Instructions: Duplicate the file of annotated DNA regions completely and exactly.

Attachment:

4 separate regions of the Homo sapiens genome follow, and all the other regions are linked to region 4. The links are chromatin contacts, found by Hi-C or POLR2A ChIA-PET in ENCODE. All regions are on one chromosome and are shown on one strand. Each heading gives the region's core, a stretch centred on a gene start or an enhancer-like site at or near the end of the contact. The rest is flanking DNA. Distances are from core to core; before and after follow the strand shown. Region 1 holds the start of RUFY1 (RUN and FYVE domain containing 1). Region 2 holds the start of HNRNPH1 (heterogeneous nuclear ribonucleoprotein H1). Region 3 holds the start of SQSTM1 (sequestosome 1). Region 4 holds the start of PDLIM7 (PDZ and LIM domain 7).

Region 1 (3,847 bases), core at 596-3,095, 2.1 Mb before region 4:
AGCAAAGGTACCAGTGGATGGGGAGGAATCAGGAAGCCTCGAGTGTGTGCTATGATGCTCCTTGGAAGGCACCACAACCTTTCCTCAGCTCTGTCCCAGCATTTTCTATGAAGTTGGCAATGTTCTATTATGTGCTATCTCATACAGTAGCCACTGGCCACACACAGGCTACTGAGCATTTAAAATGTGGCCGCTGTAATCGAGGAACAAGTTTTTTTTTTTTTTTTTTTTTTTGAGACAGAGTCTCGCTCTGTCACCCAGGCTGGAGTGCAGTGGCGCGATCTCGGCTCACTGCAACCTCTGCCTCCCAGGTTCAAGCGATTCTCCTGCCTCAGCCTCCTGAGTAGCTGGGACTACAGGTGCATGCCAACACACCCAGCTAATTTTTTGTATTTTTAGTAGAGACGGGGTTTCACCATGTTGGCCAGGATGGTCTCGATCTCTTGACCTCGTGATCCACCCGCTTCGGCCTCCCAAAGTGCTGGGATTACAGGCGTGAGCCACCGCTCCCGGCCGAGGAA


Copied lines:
4 separate regions of the Homo sapiens genome follow, and all the other regions are linked to region 4. The links are chromatin contacts, found by Hi-C or POLR2A ChIA-PET in ENCODE. All regions are on one chromosome and are shown on one strand. Each heading gives the region's core, a stretch centred on a gene start or an enhancer-like site at or near the end of the contact. The rest is flanking DNA. Distances are from core to core; before and after follow the strand shown. Region 1 holds the start of RUFY1 (RUN and FYVE domain containing 1). Region 2 holds the start of HNRNPH1 (heterogeneous nuclear ribonucleoprotein H1). Region 3 holds the start of SQSTM1 (sequestosome 1). Region 4 holds the start of PDLIM7 (PDZ and LIM domain 7).

Region 1 (3,847 bases), core at 596-3,095, 2.1 Mb before region 4:
AGCAAAGGTACCAGTGGATGGGGAGGAATCAGGAAGCCTCGAGTGTGTGCTATGATGCTCCTTGGAAGGCACCACAACCTTTCCTCAGCTCTGTCCCAGCATTTTCTATGAAGTTGGCAATGTTCTATTATGTGCTATCTCATACAGTAGCCACTGGCCACACACAGGCTACTGAGCATTTAAAATGTGGCCGCTGTAATCGAGGAACAAGTTTTTTTTTTTTTTTTTTTTTTTGAGACAGAGTCTCGCTCTGTCACCCAGGCTGGAGTGCAGTGGCGCGATCTCGGCTCACTGCAACCTCTGCCTCCCAGGTTCAAGCGATTCTCCTGCCTCAGCCTCCTGAGTAGCTGGGACTACAGGTGCATGCCAACACACCCAGCTAATTTTTTGTATTTTTAGTAGAGACGGGGTTTCACCATGTTGGCCAGGATGGTCTCGATCTCTTGACCTCGTGATCCACCCGCTTCGGCCTCCCAAAGTGCTGGGATTACAGGCGTGAGCCACCGCTCCCGGCCGAGGAA